In Search of Local Food

Not too long ago I talked about my two focus areas of my life: Affordable housing and sustainable food. I have recently picked up Barbara Kingsolver’s book Animal, Vegetable, Miracle which has been a really good read.  The author talk about the many issues of our food system, primarily stemming from large agribusiness.

None of this is new, in fact it is rather old news to me, but something spurred inside of me to take a look at buying local.  I once made a big push for this, but when I arrived at the farmers market and discovered them simply repackaging produce from Argentina and placing it under the “produced in North Carolina” sign, I gave up.

I think what really motivates me is that I want real food, actual real food, not some chemically, induced genetically modified, adulterated and processed food.  After taking a look around, I realized something, it is hard to find real food.  Today’s companies market the fact that they use real sugar as if they are somehow an industry leader, I can only think “you are proud to say “our food is actually real food” “.

The other day I was at Walmart – I know, I know – and was excited to see that they had a “seasonal foods” aisle,  I rounded the corner to find seasonally thematic candy.  Not what I was expecting.  How far as a culture have we gotten away from our food when our seasonal foods are candy, simply repackaged?

A mental picture always comes into mind of the bumper stickers all over Asheville, NC and beyond “local food: 1000’s of miles fresher”  and it is true, the food we find in the stores is a bastardization of mother nature’s brilliance aka fruits and vegetables.  I have tried to find a local place to start buying milk – let’s not get into the whole raw vs. pasteurized debate – and have found it can be quite difficult to procure without driving an hour.  For eggs I soon will be producing my own, I could raise meat chickens, but I think it would be easier to just find it locally.  For cheese I plan to start making my own from the local milk.

I know there are simply some things I must resign myself  from getting locally such as flour, rice, and a few other things.  In all honesty, I love fruit so much that I don’t think I will ever stop buying out of state or country fruit, just can’t.  But it has caused me to rethink things and discover the local side of my food.  I think once I can get it buttoned down pretty well I can then start sharing my experience within my community, to show the ins and outs, the pros and cons.

Share your thoughts on local food  in the comments

  1. Ryan,

    Thanks for this timely and thought-provoking article. As we’ve talked about in person, I’m trying to focus on being healthier in lots of ways– one includes eating more local, fresh fruits and vegetables (and proteins, etc. of course). Now that I’m living in a two-person household, I’m working to find a good resource for local foods. Beyond my health, I also really want to support small businesses.

    I’m trying to balance my desire for local food with my desire to have the whole process be 1. relatively easy and 2. at least a little affordable.

    That’s where I get into trouble. Can you recommend a method of buying local goods that is not hard to achieve and not too hard on the pocketbook?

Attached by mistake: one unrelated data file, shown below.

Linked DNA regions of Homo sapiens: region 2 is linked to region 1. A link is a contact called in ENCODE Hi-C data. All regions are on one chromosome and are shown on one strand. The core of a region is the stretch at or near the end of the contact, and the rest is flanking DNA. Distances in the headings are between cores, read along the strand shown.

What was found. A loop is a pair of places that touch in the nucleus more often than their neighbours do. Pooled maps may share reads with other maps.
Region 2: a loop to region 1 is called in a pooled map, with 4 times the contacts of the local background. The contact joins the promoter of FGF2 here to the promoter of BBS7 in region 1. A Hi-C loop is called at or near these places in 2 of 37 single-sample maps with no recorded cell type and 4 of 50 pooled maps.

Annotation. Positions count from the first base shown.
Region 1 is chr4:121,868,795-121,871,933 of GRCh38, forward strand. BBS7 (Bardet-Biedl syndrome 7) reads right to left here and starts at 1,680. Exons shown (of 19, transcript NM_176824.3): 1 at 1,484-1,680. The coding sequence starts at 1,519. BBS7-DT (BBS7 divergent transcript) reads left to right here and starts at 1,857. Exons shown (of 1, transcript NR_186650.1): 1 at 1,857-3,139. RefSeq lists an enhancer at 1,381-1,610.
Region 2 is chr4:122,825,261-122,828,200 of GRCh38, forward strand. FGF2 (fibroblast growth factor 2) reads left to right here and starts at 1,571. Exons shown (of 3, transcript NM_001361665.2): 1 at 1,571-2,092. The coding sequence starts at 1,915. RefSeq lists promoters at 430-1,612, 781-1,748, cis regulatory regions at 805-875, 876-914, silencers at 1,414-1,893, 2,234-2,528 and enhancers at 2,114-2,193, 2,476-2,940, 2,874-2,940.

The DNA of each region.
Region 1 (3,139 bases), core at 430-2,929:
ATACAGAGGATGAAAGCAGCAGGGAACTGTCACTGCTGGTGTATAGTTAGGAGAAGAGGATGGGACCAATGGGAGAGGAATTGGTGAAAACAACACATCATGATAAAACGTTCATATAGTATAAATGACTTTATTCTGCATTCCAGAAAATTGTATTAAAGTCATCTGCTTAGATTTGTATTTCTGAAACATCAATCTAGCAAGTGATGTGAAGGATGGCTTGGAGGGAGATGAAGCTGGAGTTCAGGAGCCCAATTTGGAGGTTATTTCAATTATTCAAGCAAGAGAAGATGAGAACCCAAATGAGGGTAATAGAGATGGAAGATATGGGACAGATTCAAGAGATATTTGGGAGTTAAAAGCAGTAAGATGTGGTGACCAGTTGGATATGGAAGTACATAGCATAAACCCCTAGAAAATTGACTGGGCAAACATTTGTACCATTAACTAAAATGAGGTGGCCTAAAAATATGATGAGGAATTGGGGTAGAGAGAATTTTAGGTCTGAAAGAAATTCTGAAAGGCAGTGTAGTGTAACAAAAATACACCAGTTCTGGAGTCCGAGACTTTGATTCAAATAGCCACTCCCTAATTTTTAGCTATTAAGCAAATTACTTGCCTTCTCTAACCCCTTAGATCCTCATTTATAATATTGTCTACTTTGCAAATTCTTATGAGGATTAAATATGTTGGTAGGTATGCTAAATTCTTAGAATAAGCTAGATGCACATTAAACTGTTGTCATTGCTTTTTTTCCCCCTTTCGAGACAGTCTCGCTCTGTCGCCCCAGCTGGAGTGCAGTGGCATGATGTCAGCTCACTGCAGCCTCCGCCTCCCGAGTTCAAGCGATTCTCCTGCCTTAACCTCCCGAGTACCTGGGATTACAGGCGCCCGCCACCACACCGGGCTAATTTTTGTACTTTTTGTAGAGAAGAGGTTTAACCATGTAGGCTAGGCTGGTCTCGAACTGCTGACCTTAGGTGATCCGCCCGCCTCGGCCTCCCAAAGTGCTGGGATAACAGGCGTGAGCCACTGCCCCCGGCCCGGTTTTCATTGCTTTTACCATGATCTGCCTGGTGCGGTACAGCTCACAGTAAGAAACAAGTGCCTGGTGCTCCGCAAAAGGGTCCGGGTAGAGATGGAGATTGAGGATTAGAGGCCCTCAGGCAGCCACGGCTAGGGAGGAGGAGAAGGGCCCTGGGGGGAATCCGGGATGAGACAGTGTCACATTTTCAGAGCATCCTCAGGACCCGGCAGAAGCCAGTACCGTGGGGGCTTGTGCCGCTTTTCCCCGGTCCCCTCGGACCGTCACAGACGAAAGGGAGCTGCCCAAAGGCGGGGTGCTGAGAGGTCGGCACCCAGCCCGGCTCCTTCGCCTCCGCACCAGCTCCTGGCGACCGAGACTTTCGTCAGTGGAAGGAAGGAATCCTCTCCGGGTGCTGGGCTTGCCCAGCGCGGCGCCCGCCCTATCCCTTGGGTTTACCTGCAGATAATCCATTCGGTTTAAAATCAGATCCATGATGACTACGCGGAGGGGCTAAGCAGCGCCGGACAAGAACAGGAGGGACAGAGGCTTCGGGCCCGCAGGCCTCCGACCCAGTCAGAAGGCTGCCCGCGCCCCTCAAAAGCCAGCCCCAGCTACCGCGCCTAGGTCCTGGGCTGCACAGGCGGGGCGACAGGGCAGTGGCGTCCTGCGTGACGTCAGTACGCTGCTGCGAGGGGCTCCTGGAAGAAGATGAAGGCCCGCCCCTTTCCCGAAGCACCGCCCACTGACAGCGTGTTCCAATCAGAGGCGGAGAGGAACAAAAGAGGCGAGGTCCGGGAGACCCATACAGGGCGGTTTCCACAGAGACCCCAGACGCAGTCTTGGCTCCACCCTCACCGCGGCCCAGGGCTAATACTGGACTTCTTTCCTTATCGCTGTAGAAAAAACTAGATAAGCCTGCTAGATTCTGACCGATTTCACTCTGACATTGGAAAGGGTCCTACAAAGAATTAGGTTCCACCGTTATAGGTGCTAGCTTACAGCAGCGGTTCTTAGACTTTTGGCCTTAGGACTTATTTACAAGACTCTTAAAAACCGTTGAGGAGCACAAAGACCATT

Thanks, Ryan, let’s do (local, sustainable) dinner sometime soon 😉

    –Katie R.

  2. I have read that purchasing local is almost three times as valuable when purchasing locally. When compared to big corps, where your money is taken out of the community to a international bank account, you buy from the farmer, who needs to buy things locally to run his farm, etc etc. There is a web of money flows that happen. It is much healthier of a system.

  3. In terms of milk what you buy now is probably produced not to far from where you live. A large part of the cost is transportation, thus most milk is processed regionally.

  4. I get raw milk from a farm not too far out of town. I don’t drink pasteurized milk period.

    I’ve started looking into growing with hydroponics. Store bought tomatoes are no comparison to something fresh from the farm. People may complain they cost more but you only have to use about 1/3 as many to get an even better flavor and nutritional value from your meals.

    Also, I lost some excess weight when I cut back on my fruit intake. Apparently your body doesn’t need all that fructose.

  5. I’m lucky in that my area has at least two farmers’ markets that require that everything sold there be local produce. Plus local farms that produce elk meat, bison, grass-fed beef, and free-range chicken and eggs. Sadly, the markets are closed for the winter, so I’m stuck with grocery stores until May.

    But before I started going to farmers’ markets, I never knew that brussel sprouts grew in clusters on a thick stalk that’s 2+ feet high. And before I read Barbara Kingsolver’s book, I never knew that asparagus was a tree/bush sprouting.

  6. I’m looking into making some of my own cheeses, too, at least the easier ones.

    Katie R., sometimes farmer’s markets are cheaper than grocery stores. The more you learn about how food is produced, the easier it is to see why it costs so much more to get decent food. Just do what you can afford–start with a few things. Doing your own processing can also reduce costs.

    Lianne, do you have access to any CSAs (Community-Supported agriculture)? They usually have offerings throughout the year, though obviously less during winter–it depends where you live of course.

  7. Thought this article might add something to the topic.

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